More Malays and Indians have signed up to become bone marrow donors, though the numbers still fall short of what is needed.
The Bone Marrow Donor Programme (BMDP), which has been trying to recruit more donors from minority races, said that the percentage of Malays who put their names on the donor registry had increased from 6 per cent to 9 per cent, while the figure for Indians went up from 7 per cent to 8 per cent, from last year to July this year.
As the non-profit group marked the second World Marrow Donor Day yesterday, with performances near 313@Somerset mall in Orchard Road, chief executive Jane Prior said that the programme will continue to appeal for more donors.
"We have seen a very slight uptick, but (it is) not significant and we would really like more (donors)... In Singapore, we have good hospital facilities and highly trained doctors," she said. "Yet if a patient has a blood disease and needs a transplant, all the medicine and doctors in the world are not going to save them."
"I tell people it's a little bit like starving to death while standing outside the supermarket because you haven't got the key," she added.
The process of signing up is very simple and takes just about two minutes. I suspect that a lot of people wouldn't mind taking a step forward, but it's just an issue of awareness and inertia... It really does make a difference and saves lives.
MR TAN CHUAN-JIN, Minister for Social and Family Development, who signed up as a bone marrow donor yesterday.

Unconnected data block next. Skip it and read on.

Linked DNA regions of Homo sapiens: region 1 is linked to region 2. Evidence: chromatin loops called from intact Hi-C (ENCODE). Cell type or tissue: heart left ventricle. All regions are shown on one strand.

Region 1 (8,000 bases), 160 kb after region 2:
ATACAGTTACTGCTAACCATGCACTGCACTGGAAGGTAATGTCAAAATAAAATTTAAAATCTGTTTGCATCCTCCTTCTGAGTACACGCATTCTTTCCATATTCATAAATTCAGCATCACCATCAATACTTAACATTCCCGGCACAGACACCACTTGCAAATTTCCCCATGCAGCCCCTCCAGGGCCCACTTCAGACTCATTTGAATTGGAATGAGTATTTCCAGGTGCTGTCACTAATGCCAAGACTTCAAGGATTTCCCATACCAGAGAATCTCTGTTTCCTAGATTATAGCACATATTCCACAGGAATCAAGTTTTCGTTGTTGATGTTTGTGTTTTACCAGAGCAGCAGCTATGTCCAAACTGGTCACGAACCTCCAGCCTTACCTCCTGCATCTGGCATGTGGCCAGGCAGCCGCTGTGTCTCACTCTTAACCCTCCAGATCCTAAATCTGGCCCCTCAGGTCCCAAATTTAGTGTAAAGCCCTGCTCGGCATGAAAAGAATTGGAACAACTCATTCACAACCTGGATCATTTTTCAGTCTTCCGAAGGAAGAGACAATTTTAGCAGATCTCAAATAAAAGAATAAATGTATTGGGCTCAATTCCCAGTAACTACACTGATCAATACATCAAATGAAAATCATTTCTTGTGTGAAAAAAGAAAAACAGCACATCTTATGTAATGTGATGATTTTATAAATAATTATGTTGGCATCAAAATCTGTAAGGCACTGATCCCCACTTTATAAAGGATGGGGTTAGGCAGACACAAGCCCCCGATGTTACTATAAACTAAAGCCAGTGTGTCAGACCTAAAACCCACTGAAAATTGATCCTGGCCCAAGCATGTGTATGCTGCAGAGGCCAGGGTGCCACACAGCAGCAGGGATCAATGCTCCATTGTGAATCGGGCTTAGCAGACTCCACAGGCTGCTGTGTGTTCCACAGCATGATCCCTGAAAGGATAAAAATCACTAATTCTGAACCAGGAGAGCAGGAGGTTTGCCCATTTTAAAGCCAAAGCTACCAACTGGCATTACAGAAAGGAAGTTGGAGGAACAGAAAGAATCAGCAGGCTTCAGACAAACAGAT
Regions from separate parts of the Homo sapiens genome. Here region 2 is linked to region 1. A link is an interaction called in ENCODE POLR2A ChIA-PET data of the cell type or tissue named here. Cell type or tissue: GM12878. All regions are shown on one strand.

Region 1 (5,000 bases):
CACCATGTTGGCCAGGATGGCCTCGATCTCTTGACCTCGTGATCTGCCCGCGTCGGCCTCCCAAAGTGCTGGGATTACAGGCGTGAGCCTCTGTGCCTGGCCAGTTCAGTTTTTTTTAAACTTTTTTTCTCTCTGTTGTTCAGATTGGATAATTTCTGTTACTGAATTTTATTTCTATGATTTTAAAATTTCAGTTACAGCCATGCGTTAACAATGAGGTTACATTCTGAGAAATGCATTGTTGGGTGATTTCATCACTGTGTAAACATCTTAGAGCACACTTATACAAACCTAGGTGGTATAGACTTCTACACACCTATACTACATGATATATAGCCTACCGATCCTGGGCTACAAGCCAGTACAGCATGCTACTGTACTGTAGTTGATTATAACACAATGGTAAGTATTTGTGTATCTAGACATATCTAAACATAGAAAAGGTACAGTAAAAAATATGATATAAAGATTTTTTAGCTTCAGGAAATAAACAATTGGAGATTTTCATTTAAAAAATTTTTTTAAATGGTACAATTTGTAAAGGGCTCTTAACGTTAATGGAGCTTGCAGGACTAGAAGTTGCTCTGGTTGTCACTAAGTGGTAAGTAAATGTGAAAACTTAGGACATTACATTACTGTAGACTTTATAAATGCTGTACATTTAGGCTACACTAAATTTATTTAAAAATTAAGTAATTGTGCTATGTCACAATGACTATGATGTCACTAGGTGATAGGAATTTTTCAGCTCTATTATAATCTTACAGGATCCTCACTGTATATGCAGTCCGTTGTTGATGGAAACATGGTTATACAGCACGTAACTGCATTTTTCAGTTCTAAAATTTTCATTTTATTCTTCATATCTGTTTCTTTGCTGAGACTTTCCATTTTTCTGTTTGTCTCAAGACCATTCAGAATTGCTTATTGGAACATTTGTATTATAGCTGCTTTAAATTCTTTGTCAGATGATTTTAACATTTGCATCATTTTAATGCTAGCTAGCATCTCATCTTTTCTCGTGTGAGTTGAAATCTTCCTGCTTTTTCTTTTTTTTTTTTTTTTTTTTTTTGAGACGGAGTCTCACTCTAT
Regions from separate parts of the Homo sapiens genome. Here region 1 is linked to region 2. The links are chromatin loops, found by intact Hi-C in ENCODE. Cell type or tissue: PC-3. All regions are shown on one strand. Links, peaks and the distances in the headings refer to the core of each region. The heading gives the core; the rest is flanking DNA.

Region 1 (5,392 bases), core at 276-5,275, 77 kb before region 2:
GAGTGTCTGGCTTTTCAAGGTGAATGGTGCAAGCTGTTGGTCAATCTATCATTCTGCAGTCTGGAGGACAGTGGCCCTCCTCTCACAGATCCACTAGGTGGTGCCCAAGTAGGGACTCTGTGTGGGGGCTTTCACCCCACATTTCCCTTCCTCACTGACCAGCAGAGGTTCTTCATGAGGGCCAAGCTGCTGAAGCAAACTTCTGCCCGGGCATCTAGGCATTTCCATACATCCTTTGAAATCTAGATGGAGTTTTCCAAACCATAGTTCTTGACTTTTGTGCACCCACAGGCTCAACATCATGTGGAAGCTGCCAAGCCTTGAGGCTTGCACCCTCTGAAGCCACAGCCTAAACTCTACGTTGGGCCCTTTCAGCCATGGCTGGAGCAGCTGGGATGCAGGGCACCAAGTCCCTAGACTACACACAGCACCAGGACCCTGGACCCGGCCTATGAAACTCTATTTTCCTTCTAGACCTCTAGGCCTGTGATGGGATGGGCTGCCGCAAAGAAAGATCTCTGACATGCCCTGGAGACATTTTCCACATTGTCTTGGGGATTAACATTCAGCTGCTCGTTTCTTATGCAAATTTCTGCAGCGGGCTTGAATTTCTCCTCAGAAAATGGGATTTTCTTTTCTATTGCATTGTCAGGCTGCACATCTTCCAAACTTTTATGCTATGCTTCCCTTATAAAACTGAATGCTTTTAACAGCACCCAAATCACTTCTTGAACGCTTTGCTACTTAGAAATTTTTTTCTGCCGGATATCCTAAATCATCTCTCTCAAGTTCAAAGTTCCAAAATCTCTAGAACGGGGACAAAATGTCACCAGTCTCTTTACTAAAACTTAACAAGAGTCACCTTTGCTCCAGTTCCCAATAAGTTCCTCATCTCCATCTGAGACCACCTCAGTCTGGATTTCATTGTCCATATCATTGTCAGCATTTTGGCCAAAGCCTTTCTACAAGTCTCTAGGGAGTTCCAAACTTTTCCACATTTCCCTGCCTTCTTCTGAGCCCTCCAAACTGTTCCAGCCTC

The BMDP is dedicated to expanding and managing Singapore's only register of volunteer bone marrow donors. Bone marrow, which contains stem cells capable of producing red and white blood cells and platelets, helps treat many blood-related diseases such as leukaemia and lymphoma.
The chance of a bone marrow match with unrelated persons is around one in 20,000, and is greatly influenced by ethnicity. About 80 per cent of donors on the registry are Chinese.
Yesterday, Minister for Social and Family Development Tan Chuan- Jin, the guest of honour, signed up as a bone marrow donor. The process involved taking a cheek swab, which enables a DNA sample of a potential donor to be captured before his details are entered into the database.
"The process of signing up is very simple and takes just about two minutes. I suspect that a lot of people wouldn't mind taking a step forward, but it's just an issue of awareness and inertia... It really does make a difference and saves lives," he said.
The BMDP currently has about 65,000 donors in its local register, and hopes to recruit 50,000 more by the end of 2018. This year, over 13,000 donors have been recruited, and the group has helped facilitate 35 transplants here, 15 of which involved local donors.
At any one time, there are 50 patients waiting for a matching donor.
An exhibition at the central court of 313@Somerset, chronicling the stories of patients and bone marrow donors, ends today. Visitors can sign up as donors there, or at bmdp.org.